The vaccines that are currently used for the vaccination of tuberculosis is a live attenuated vaccine and it requires booster dose because of the short-lived activity and memory of antibodies produced (Counoupas et al. 2018). To overcome these the recent innovation is the formation of vaccine which by the use of recombinant technology. From the use of conventional technology, it was seen that there is overexpression of Ag85B which was produced when the vaccination was administered and the only strain that produced the antigen expression was rBCG (Triccas and Counoupas 2016). The protein which is responsible for the overexpression of the antigen is cultivated in lab animals which are grown under controlled conditions.
The idea behind the recombinant technology is that t instead of administration of live attenuated organisms which are responsible for the development of the disease in humans only the antigenic portion is extracted from the organism and when this is administered it can form only the antibodies (Bachtarzi and Farries 2019). The antibodies formed as a result is the one which will have strong memory as they will be formed only against the antigen and they will not fight against the live attenuated organisms. From previous research, the protein has been identified by the use of DNA encoding responsible for the causation of tuberculosis in humans.
There are 16 genomic regions of differentiation RD1–RD16, plus nRD18 and during attenuation, RD-1 is lost in strains of BCG vaccines and it encodes for the T-lymphocyte epitopes such as ESAT-6, CFP-10, Rv3873, and PPE protein (Da Costa et al. 2014). RD1 encodes Mpt64 and CFP-21 while RD14 is responsible morphology of colony and cell membrane formation (Oliveira et al. 2017). The markers which are identified in the T-cells responsible for the memory formation are CD45RAhi, CD45ROneg, and CCR7neg, while for central memory T-cell populations it is CD45RAhi/low, CD45ROneg, and CCR7pos (Da Costa et al. 2014; Bhattacharya et al. 2014).
The aim of the recombinant vaccine is to extract the best bits of the DNA or proteins from the strains of the mycobacterium tuberculosis so as to eliminate the bacterial vector which is causative of the disease and just get the immunological reaction (Horwitz and Jia 2018). Before the product can be commercialized it is important that patency is obtained for the product which can be obtained from national or international bodies.
The production will involve a lot of steps and procedures the first step is to obtain the protein from the microorganism and then cultivate ex-vivo by polymerization followed by checking of the efficacy in lab animals that have the disease process similar to that of humans. Further, it is tested based on phases of the clinical trial starting with volunteer and ending in commercial administration of the vaccine (Hoft et al. 2016). The vaccine needs to be produced in batches where first the protein is extracted and there is the deletion of the portions not required and then by PCR technique, the quantity can be increased lastly it is packaged for use.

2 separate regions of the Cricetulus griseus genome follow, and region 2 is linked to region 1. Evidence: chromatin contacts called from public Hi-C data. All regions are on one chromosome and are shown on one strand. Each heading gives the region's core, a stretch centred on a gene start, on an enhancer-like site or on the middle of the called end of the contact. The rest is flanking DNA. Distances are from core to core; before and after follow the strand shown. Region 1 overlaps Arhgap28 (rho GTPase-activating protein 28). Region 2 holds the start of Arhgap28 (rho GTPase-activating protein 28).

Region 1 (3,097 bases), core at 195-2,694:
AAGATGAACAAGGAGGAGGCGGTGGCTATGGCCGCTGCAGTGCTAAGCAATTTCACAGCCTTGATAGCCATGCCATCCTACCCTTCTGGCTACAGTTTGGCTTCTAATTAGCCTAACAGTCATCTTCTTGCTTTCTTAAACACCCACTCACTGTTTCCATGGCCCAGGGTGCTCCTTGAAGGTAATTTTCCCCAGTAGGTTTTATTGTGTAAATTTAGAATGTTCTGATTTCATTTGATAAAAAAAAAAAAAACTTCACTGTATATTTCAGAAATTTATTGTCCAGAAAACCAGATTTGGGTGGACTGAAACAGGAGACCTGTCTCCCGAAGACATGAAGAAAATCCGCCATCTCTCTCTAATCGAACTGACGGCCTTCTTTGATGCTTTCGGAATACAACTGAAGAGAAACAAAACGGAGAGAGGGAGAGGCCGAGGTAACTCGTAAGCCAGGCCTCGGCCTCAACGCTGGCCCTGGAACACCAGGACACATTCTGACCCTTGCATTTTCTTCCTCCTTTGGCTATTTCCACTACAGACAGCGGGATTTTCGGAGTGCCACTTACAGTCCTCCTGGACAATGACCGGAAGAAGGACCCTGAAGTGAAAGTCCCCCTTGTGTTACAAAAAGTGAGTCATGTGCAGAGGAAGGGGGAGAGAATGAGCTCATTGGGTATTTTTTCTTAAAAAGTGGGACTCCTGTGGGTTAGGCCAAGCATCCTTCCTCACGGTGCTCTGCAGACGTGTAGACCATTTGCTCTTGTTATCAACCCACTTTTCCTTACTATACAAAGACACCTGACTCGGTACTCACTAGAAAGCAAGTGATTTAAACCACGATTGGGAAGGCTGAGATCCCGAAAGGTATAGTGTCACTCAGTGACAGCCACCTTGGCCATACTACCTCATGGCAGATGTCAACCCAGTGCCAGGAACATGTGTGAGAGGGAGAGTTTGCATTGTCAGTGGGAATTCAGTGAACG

Bachtarzi, H. and Farries, T. 2019. The Genetically Modified Organism Medicinal Framework in Europe, United States, and Japan: Underlying Scientific Principles and Considerations Toward the Development of Gene Therapy and Genetically Modified Cell-Based Products. Human Gene Therapy Clinical Development, 30(3), pp.114-128.
Bhattacharya, D., Dwivedi, V.P., Kumar, S., Reddy, M.C., Van Kaer, L., Moodley, P. and Das, G. 2014. Simultaneous inhibition of T helper 2 and T regulatory cell differentiation by small molecules enhances Bacillus Calmette-Guerin vaccine efficacy against tuberculosis. Journal of Biological Chemistry, 289(48), pp.33404-33411.
Counoupas, C., Pinto, R., Nagalingam, G., Britton, W.J. and Triccas, J.A. 2018. Protective efficacy of recombinant BCG over-expressing protective, stage-specific antigens of Mycobacterium tuberculosis. Vaccine, 36(19), pp.2619-2629.
Da Costa, A.C., de Oliveira Costa-Junior, A., de Oliveira, F.M., Nogueira, S.V., Rosa, J.D., Resende, D.P., Kipnis, A. and Junqueira-Kipnis, A.P. 2014. A new recombinant BCG vaccine induces specific Th17 and Th1 effector cells with higher protective efficacy against tuberculosis. PLoS One, 9(11).
Da Costa, A.C., Nogueira, S.V., Kipnis, A. and Junqueira-Kipnis, A.P. 2014. Recombinant BCG: innovations on an old vaccine. Scope of BCG strains and strategies to improve long-lasting memory. Frontiers in Immunology, 5, p.152.
Hoft, D.F., Blazevic, A., Selimovic, A., Turan, A., Tennant, J., Abate, G., Fulkerson, J., Zak, D.E., Walker, R., McClain, B. and Sadoff, J. 2016. Safety and immunogenicity of the
recombinant BCG vaccine AERAS-422 in healthy BCG-naïve adults: a randomized, active-controlled, first-in-human phase 1 trial. EBioMedicine, 7, pp.278-286.
Horwitz, M.A. and Jia, Q. 2018. Live recombinant booster vaccine against tuberculosis. U.S. Patent 10,010,595.
Oliveira, T.L., Rizzi, C. and Dellagostin, O.A. 2017. Recombinant BCG vaccines: molecular features and their influence in the expression of foreign genes. Applied Microbiology and Biotechnology, 101(18), pp.6865-6877.
Triccas, J.A. and Counoupas, C. 2016. Novel vaccination approaches to prevent tuberculosis in children. Pneumonia, 8(1), p.18.
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